When Composer George Gershwin crumpled in Hollywood last fortnight, doctors called it overwork. Last week, when he collapsed again they found a cystic tumor growing fast in his brain. Doctors at Hollywood's Cedars of Lebanon Hospital sent a hurry call to Dr. Walter Edward Dandy, great brain surgeon at Johns Hopkins. Gershwin sank so fast they had to operate before Dandy could get there. Next morning at 10:35 a. m., while his brother Ira watched over him, George Gershwin died. Serious musicians joined pluggers and crooners to mourn the 38-year-old composer who had made the world sing his songs and who never, even in his most pretentious work, disdained the antic, impertinent data he had picked up in Tin Pan Alley.
George Gershwin had just been born when his parents moved from Brooklyn to Manhattan's overcrowded Lower East Side. The earliest sounds young Gershwin heard were the clank of dishes in his father's restaurant, the clatter of the Second Avenue El, the confusion and bustle of the ghetto. At 10, the aggressive, wild-haired little boy was the best rollerskater in the block. Even then he would spend his pennies in a Grand Street arcade listening to a mechanical piano hammer out Rubinstein's Melody in F. He was not much older when Mother Gershwin bought a worn old upright, chiefly to keep up with a relative who owned one. Brother Ira was her first choice to play it. George showed more musical zeal, soon became the family pianist. In those days you could get a teacher for 50¢. George had two years of such instruction, never a good teacher until he met Charles Hambitzer. Hambitzer was a composer, ambitious to teach the boy all about Chopin, Liszt and DeBussy. Had he succeeded in sending young Gershwin abroad to study, the history of U. S. jazz might have been different.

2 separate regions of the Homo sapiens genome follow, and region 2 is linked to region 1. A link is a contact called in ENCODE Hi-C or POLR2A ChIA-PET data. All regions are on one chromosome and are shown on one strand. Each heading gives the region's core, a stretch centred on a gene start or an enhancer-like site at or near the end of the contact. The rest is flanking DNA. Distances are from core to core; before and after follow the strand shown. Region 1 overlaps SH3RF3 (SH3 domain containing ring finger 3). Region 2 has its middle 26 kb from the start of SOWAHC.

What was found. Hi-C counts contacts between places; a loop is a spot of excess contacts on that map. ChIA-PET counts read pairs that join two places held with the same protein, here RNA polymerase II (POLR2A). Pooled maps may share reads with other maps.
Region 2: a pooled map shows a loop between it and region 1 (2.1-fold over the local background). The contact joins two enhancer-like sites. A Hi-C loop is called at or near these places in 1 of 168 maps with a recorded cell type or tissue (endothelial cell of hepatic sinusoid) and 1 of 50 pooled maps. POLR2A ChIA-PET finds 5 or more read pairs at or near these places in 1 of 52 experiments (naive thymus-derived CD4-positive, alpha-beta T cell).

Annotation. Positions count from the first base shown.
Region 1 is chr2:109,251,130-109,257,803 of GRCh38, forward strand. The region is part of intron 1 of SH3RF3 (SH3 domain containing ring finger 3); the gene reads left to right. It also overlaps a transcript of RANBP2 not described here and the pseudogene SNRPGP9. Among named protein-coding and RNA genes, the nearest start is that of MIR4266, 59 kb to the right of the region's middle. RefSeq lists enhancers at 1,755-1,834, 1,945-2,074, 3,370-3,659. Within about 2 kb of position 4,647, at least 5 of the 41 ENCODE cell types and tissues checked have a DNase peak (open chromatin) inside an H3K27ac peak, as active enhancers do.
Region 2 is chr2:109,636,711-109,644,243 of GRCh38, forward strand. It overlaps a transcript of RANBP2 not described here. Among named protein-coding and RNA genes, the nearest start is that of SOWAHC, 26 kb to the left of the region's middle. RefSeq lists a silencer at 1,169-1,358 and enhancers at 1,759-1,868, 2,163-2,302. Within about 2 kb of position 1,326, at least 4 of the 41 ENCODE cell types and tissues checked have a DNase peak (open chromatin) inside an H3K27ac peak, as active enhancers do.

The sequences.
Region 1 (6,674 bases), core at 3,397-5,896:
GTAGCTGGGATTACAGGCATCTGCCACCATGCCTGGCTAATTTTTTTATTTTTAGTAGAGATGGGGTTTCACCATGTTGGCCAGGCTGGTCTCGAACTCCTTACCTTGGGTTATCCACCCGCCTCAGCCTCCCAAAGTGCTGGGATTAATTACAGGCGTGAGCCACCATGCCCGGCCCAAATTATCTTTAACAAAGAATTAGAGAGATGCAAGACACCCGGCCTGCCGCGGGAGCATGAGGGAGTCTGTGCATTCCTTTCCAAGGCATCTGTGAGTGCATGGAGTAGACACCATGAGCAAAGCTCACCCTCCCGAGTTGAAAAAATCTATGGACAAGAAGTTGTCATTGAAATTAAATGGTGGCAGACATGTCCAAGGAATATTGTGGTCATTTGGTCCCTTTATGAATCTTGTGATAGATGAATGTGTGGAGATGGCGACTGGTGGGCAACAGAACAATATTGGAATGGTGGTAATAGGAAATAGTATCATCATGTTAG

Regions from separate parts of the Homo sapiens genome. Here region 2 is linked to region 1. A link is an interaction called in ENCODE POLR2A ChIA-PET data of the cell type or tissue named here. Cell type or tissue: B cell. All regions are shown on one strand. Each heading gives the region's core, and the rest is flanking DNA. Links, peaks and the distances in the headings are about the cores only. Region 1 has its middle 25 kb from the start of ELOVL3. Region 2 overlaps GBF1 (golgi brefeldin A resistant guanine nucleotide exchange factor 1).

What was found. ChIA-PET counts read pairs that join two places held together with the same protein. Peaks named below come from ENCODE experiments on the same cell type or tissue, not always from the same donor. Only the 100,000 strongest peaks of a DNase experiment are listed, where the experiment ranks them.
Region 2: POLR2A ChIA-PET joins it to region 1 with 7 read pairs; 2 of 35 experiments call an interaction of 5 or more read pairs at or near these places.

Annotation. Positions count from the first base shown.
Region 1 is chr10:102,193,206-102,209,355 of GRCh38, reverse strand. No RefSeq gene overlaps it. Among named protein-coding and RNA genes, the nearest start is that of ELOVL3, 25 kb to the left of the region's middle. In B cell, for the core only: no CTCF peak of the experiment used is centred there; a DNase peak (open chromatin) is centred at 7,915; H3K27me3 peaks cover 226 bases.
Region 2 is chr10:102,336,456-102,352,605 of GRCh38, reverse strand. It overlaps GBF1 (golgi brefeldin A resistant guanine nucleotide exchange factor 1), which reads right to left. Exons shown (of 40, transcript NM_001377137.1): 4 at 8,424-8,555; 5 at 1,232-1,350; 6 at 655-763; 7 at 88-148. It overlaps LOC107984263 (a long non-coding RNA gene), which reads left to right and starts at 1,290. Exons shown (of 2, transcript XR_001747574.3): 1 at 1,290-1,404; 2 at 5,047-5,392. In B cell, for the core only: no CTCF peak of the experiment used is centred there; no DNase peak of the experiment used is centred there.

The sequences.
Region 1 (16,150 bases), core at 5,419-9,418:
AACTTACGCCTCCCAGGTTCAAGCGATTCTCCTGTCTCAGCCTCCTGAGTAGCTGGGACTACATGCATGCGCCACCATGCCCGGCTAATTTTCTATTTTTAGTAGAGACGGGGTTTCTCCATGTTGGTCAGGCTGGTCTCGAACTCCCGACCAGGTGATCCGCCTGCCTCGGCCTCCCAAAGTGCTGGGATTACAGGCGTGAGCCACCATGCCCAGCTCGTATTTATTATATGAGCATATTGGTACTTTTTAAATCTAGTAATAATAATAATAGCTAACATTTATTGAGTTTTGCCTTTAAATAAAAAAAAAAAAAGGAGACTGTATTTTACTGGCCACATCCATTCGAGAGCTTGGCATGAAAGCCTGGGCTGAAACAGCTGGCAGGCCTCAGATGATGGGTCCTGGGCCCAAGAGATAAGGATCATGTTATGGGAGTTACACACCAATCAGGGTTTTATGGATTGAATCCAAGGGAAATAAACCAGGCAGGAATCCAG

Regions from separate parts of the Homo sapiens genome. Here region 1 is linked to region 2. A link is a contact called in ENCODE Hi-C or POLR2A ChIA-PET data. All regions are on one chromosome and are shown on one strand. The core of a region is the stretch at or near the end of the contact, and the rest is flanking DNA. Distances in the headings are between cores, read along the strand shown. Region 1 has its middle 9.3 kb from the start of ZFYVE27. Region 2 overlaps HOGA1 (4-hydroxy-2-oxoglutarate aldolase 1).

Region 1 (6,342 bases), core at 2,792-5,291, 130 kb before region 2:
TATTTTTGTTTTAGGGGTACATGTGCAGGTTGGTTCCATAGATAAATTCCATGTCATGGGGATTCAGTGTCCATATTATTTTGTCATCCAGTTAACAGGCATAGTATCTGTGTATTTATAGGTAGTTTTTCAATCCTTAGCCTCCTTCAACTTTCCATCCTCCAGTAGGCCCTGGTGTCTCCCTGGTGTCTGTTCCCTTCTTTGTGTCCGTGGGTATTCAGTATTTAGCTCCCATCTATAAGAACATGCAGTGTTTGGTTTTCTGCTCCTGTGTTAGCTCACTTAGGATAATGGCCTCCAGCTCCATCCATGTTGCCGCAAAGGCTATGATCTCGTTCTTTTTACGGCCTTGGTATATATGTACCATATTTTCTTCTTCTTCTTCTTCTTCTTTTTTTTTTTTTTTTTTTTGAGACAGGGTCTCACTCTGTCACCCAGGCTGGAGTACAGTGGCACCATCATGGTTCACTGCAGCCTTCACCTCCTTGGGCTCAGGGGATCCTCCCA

At 16, Gershwin left school to plug songs for Jerome Remick & Sons. He made $15 a week. Harry Von Tilzer brought out Gershwin's first song, a complaint entitled When You Want 'em, You Can't Get 'em; When You Got 'em, You Don't Want 'em. He went into vaudeville accompanying Louise Dresser, and later, Nora Bayes. Vivienne Segal plugged his You-oo Just You and There's More to a Kiss Than the XXX.